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Discovery Alarms Demystified: Simple Solutions for Common Issues

The Discovery Collector first appeared in 2011 and it has to be one of my most favorite Lely products to install, do maintenance and overall talk about just how cool it is.

Growing up on a farm, our farm used the traditional tractor scraper set up. It was my first job when I was able to drive a tractor by myself at the age of 8. But boy, things have sure changed over the years, now robots are starting to replace that labor intensive task and with the bonus of better overall cow health including lower cell count.

With that being said, here is a list of the most common Discovery alarms and how to resolve them on your own.

Tank too full too often – this alarm can be caused by two things, either a blockage in the tank or the full sensor is caked in dried manure (it’s reading full when it isn’t).

To clear a blockage; first remove the tank lid and check to see if there is copious amounts of manure in the tank after the Discovery has dumped. The technique I like to use is with a crowbar and ever so gently lower the crowbar into the tank to avoid rupturing the waterbag on an angle towards the mouth. I then poke around to feel for any blockages and push them loose. Once dislodged I use the crowbar to lift the front end of the Discovery in the air and basically drop the nose to flush any remaining debris out till the tank is empty.

Ultrasound sensor dirty – The ultrasound sensor is essentially the eyes of the Discovery and once blocked by bedding and manure can cause poor ultrasound readings which will lead to more crashes. Try and keep the ultrasound area as clean as possible especially after bedding day.

Robot blocked/fatal route error – can be caused by a couple things; a cow that may have went down in its path and couldn’t get up in time or maybe even a dirty ultra sound sensor. The most common seems to be the Discovery hitting a wall that it thinks shouldn’t be there. This can be caused by bald tires, an out-of-date wheel calibration or a route action that isn’t quite perfect. Take note of what route action it is or where it keeps happening and let the FMV team know.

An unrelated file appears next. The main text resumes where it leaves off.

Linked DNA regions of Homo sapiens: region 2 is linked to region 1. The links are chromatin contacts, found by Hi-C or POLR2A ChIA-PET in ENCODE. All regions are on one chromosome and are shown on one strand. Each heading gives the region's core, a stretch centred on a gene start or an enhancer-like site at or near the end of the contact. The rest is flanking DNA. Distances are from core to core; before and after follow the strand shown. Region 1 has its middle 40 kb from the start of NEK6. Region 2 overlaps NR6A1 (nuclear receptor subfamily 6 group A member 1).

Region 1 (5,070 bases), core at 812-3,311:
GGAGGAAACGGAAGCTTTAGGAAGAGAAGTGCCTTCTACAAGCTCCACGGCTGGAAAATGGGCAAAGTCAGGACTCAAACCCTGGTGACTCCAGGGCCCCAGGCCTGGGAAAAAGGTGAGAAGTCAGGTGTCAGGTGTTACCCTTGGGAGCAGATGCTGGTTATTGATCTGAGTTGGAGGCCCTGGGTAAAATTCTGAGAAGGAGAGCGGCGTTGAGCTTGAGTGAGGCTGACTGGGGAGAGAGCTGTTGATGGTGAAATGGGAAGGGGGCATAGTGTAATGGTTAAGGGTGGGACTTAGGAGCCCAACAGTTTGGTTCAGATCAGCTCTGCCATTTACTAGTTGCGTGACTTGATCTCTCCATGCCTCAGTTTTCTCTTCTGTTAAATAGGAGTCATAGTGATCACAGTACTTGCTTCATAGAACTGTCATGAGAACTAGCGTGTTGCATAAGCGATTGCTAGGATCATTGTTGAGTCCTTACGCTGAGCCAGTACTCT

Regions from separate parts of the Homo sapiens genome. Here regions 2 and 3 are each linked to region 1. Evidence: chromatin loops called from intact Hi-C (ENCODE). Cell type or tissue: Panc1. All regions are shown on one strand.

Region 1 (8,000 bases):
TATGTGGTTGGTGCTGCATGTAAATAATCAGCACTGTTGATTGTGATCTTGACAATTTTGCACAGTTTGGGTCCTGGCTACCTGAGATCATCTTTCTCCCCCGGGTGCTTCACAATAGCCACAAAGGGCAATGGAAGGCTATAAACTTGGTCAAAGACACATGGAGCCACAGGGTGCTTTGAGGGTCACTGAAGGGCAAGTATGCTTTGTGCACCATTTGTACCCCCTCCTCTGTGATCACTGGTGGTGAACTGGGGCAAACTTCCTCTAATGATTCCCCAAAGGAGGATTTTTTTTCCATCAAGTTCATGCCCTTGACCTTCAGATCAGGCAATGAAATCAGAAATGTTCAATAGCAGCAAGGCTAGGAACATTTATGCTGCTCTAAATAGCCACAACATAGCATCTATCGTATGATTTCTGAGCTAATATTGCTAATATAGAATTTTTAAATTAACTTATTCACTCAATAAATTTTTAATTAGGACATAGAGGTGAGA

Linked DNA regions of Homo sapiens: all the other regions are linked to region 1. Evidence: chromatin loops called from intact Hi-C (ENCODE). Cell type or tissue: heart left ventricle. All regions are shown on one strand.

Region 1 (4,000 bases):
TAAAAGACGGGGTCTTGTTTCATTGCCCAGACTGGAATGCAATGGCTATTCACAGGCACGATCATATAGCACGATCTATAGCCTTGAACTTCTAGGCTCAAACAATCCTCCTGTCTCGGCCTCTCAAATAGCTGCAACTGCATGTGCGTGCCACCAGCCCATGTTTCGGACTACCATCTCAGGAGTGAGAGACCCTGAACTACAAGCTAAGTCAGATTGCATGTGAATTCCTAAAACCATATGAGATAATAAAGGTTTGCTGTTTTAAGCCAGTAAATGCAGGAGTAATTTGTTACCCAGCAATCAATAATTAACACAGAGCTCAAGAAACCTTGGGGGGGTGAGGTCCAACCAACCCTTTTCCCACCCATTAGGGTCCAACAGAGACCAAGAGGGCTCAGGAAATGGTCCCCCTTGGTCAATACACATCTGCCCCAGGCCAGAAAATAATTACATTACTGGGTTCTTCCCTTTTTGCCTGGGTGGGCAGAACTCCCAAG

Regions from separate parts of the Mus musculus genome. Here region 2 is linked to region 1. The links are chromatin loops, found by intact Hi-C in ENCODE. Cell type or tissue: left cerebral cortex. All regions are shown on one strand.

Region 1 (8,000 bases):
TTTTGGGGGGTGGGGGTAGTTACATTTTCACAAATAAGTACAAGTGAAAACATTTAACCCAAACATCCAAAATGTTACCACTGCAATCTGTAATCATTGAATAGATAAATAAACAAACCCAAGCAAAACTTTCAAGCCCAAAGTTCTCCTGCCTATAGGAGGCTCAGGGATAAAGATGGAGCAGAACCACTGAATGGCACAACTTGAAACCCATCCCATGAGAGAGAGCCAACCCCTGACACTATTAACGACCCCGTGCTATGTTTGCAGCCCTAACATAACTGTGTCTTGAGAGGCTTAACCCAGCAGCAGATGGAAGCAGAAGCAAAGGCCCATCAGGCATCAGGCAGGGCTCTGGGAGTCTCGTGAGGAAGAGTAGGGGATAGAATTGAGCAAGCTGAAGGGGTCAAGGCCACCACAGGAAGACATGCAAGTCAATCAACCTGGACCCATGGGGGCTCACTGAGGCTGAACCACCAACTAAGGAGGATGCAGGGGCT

Battery too low to set out on route – this often happens when there are too many routes in a 24hr period, and the battery has failed to reach the 50% threshold it needs to leave on a route. If this is happening repeatedly, using your tablet, check to make sure the drive time is less than 9.5 hours. If it is, then it might be time to look at the charging contacts for cleanliness and/or battery health. When the robot first powers up, the Discovery is unable to determine the battery percentage and reads 0%. If you try and send the Discovery on a route right away it will trigger this alarm. All you need to do is wait a few minutes with the disco on the charger then it can determine what the current voltage is to set out on a route.

Finally, Friction Force is too high – Is there a rock or a chunk of metal near your battery under the hood??? I bet you added the rock or piece of metal in order to keep the nose of the Discovery down for certain route actions. Well that extra nose weight can and will trigger this alarm. Basically, with all the extra weight on the nose the motors have to work harder to push that extra weight and doing so will also prematurely wear out the scraper rubbers. Try to avoid adding extra weight unless necessary.

Keep up on the weekly and monthly maintenance tasks, they are there to help you get the best overall performance and longevity out of your machine. If something doesn’t seem right or an alarm is happening regularly feel free to give the FMV team a call and we can help you further from there.

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